Riggers, daggers and stripers: six calligraphic brushesPosted: December 20, 2017
In yesterday’s post I wrote about a new brush I was trying out, and promised to write more about it today. When I sat down to sketch the brush I decided to expand the post by comparing all the brushes I use for calligraphic strokes and marks. Turns out I have four more that I use frequently. Of course I had to start by sketching them all, and then painted with each of them to demonstrate the types of strokes you can obtain by using them.
1 & 2: Richeson Squirrel Dagger Stripers
The first two are the short-handled brushes I used for my background trees yesterday. My friend Russell Black had this to say about the origin of the brushes, “the dagger striper was used to pin-stripe lines on the bodywork of cars. Used with thicker “lead” based paint, it wasn’t originally that floppy. Used with thinner mediums, the long squirrel hair can be a bit unpredictable.” So true. And that is what I liked about it when I painted yesterday’s trees. That floppy unpredictability, the randomness of the stroke is what makes it so much fun to use for organic shapes like trees branches. Brush 1 was a bit thicker than Brush 2, and you can see how fine the wispiest lines are in #2. Note: For all the samples below I loaded the brushes with a watery mix of Cerulean Blue, a bit of Burnt Sienna and then added Indigo into the wet areas.
3. Scroggy’s Loose Goose from Cheap Joe’s
This brush is also made from squirrel hair. The marks are quite similar to the brushes above (maybe a bit more delicate), but the brush has a longer handle which makes it easier for some people to use. It also doesn’t hold quite as much paint, but it still has that floppy random quality that I love.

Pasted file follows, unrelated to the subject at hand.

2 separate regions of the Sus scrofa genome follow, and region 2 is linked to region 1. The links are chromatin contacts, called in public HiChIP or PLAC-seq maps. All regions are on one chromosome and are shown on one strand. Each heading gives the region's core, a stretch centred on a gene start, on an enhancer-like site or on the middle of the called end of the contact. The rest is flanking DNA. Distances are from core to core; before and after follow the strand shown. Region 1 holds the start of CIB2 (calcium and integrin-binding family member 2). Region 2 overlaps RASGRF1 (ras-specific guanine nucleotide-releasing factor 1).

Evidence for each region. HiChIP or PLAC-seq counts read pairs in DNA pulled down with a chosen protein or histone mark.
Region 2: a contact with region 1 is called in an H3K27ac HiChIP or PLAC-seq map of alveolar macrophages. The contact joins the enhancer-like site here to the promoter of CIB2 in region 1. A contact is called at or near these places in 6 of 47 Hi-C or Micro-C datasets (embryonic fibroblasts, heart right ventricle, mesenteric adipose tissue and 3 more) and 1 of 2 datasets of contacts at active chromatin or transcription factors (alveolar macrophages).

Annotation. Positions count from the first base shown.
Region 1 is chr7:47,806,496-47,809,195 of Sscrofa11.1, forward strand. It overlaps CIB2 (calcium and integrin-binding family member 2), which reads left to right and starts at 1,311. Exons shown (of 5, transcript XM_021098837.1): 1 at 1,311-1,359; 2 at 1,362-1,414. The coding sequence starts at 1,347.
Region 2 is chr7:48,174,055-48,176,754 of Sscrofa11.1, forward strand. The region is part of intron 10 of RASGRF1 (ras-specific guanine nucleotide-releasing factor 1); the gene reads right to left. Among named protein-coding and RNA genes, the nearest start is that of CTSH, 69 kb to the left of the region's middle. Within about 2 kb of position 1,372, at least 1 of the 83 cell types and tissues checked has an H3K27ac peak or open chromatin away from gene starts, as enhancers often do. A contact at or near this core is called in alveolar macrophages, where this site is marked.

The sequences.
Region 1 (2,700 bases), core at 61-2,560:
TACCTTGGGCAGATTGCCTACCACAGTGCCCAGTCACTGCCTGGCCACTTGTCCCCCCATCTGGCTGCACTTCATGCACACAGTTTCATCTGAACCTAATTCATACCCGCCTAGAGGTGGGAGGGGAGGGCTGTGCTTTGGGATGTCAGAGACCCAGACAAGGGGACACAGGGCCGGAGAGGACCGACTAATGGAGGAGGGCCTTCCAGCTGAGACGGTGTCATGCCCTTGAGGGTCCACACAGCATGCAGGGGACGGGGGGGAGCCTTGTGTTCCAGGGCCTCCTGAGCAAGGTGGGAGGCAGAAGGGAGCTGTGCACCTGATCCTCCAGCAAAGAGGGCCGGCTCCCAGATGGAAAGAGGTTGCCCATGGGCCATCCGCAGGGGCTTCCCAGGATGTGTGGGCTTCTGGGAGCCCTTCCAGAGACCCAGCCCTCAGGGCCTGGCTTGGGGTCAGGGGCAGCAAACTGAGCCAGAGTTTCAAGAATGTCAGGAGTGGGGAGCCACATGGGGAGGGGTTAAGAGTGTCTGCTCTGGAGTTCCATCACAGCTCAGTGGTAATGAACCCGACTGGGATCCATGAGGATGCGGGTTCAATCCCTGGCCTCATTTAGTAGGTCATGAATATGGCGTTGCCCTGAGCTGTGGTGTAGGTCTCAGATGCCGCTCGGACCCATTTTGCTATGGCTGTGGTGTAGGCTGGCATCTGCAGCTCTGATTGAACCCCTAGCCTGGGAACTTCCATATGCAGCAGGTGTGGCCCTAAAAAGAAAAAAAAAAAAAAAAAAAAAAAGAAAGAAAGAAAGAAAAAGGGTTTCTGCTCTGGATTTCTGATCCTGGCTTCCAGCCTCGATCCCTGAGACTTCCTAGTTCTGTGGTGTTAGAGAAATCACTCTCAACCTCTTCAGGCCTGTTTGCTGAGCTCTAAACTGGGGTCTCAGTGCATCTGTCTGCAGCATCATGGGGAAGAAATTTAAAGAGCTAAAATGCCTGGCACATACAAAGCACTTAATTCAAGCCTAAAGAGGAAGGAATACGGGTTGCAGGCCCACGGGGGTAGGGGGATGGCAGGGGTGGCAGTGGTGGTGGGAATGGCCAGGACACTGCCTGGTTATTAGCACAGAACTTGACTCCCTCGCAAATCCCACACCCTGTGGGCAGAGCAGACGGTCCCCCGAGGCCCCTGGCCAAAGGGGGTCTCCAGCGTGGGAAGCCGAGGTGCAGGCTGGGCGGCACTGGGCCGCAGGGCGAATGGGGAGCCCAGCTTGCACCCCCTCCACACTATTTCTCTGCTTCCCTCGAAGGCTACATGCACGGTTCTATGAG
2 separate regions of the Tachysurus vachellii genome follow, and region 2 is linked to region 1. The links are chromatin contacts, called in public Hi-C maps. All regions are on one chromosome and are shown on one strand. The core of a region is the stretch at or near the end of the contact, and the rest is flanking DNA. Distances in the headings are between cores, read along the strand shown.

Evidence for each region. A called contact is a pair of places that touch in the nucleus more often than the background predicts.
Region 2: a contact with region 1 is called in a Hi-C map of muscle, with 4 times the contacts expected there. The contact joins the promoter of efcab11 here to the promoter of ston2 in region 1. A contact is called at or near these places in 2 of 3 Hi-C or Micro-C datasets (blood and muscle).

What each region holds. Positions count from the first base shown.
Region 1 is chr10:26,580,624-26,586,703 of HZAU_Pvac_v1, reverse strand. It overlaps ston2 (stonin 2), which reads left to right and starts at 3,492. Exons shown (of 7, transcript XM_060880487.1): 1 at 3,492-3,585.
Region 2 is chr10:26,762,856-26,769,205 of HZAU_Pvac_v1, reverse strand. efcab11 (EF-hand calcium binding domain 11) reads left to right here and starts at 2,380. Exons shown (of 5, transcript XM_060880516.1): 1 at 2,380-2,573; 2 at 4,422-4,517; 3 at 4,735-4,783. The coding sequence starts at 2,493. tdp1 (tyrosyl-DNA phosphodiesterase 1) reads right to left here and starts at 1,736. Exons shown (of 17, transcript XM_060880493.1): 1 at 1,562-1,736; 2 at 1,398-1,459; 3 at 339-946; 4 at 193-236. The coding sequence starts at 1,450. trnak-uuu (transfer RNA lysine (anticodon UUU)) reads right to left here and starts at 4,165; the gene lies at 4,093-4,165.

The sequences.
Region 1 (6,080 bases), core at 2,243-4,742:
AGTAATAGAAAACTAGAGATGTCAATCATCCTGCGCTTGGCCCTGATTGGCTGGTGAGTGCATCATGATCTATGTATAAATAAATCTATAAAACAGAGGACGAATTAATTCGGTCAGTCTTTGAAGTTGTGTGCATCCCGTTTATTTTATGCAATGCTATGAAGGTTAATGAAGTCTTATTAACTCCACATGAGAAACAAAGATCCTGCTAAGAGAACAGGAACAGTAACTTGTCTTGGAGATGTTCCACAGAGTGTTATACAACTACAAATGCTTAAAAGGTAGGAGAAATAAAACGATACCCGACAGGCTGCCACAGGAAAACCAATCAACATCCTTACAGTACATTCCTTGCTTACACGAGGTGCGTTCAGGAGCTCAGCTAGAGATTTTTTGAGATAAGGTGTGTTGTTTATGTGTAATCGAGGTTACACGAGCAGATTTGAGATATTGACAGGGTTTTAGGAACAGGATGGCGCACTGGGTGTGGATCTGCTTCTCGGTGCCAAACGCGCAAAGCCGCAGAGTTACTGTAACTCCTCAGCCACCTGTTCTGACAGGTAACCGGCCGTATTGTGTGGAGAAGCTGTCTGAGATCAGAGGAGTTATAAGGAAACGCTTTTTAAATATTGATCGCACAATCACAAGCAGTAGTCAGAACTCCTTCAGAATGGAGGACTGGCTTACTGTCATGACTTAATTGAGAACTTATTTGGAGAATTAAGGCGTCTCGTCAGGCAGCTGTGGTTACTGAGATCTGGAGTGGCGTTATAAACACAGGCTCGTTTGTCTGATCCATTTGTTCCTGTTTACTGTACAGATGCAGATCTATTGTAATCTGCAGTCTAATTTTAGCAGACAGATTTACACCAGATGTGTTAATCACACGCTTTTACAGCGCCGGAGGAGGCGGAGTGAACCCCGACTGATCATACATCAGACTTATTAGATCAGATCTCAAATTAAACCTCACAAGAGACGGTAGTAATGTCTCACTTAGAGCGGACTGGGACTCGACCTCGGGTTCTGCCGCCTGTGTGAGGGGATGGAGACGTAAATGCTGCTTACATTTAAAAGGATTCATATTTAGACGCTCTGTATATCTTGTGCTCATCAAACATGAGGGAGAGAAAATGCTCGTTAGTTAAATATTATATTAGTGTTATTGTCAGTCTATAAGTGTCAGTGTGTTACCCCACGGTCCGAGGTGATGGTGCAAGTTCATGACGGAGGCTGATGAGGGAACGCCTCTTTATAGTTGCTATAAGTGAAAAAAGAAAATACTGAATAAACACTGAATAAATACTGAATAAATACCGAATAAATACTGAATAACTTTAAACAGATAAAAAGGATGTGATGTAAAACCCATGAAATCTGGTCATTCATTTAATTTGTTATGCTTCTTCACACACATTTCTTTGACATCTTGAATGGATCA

4. Rosemary Brush Co. 1/2″ Sable Blend Series 772 Dagger
This dagger from Rosemary is the one that Liz Steel introduced me to. She uses it for just about everything. I love this brush for painting trees (both branches and foliage) because it creates both a wide stroke and fine lines, so you can drag from the big areas of leaves right into the finer branch lines. It’s a wonderful brush for leaf shapes.
5. Richeson Grey Matters Rigger Series 9834 #3
This synthetic rigger brush is useful for so many things. I love it for painting power lines in an urban landscape, but it’s also great for painting grasses and branches. As you can see, because it’s long and even, the strokes are more uniform. I love to paint with it because as the brush runs out of wash the strokes get finer and finer. Because the head of the brush is very long it holds a lot of wash, allowing you to paint for quite a long time without reaching for more wash on your palette.
6. Richeson Sable/Squirrel Reservoir Liner #6
This magic brush dances across the pages, creating the finest web of tiny lines. Because it has two diameters — one for holding all the paint (hence “reservoir” in its name) and a much finer one for painting with — it is perfect for the thinnest branches, wires, grasses or other details in your sketches. You need to dip into a very wet puddle to get it flowing, but the marks it makes are unique in their delicacy.